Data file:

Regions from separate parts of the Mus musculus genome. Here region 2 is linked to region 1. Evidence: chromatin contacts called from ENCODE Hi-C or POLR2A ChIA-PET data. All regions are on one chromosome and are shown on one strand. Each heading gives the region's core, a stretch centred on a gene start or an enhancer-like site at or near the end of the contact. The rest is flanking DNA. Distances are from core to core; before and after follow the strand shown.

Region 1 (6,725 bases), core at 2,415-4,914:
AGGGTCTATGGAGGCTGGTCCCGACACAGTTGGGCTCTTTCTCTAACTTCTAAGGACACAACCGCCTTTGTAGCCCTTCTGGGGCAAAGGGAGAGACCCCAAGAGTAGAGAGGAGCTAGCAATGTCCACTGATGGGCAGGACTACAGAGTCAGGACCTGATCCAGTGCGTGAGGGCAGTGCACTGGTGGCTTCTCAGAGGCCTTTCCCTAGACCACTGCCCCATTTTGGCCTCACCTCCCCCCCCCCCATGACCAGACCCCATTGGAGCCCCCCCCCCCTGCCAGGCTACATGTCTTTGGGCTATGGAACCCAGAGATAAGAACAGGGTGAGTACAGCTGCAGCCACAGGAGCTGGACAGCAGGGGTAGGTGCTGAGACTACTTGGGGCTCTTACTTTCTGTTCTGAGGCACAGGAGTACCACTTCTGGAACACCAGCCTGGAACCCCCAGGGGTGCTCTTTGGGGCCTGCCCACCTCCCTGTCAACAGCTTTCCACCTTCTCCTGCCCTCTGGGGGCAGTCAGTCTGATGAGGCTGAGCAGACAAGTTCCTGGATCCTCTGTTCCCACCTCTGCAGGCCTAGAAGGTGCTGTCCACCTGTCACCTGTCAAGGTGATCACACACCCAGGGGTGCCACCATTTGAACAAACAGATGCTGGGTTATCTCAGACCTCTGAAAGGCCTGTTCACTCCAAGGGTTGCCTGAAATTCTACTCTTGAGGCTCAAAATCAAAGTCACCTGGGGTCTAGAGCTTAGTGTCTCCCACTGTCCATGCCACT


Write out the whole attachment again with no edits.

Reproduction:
Regions from separate parts of the Mus musculus genome. Here region 2 is linked to region 1. Evidence: chromatin contacts called from ENCODE Hi-C or POLR2A ChIA-PET data. All regions are on one chromosome and are shown on one strand. Each heading gives the region's core, a stretch centred on a gene start or an enhancer-like site at or near the end of the contact. The rest is flanking DNA. Distances are from core to core; before and after follow the strand shown.

Region 1 (6,725 bases), core at 2,415-4,914:
AGGGTCTATGGAGGCTGGTCCCGACACAGTTGGGCTCTTTCTCTAACTTCTAAGGACACAACCGCCTTTGTAGCCCTTCTGGGGCAAAGGGAGAGACCCCAAGAGTAGAGAGGAGCTAGCAATGTCCACTGATGGGCAGGACTACAGAGTCAGGACCTGATCCAGTGCGTGAGGGCAGTGCACTGGTGGCTTCTCAGAGGCCTTTCCCTAGACCACTGCCCCATTTTGGCCTCACCTCCCCCCCCCCCATGACCAGACCCCATTGGAGCCCCCCCCCCCTGCCAGGCTACATGTCTTTGGGCTATGGAACCCAGAGATAAGAACAGGGTGAGTACAGCTGCAGCCACAGGAGCTGGACAGCAGGGGTAGGTGCTGAGACTACTTGGGGCTCTTACTTTCTGTTCTGAGGCACAGGAGTACCACTTCTGGAACACCAGCCTGGAACCCCCAGGGGTGCTCTTTGGGGCCTGCCCACCTCCCTGTCAACAGCTTTCCACCTTCTCCTGCCCTCTGGGGGCAGTCAGTCTGATGAGGCTGAGCAGACAAGTTCCTGGATCCTCTGTTCCCACCTCTGCAGGCCTAGAAGGTGCTGTCCACCTGTCACCTGTCAAGGTGATCACACACCCAGGGGTGCCACCATTTGAACAAACAGATGCTGGGTTATCTCAGACCTCTGAAAGGCCTGTTCACTCCAAGGGTTGCCTGAAATTCTACTCTTGAGGCTCAAAATCAAAGTCACCTGGGGTCTAGAGCTTAGTGTCTCCCACTGTCCATGCCACT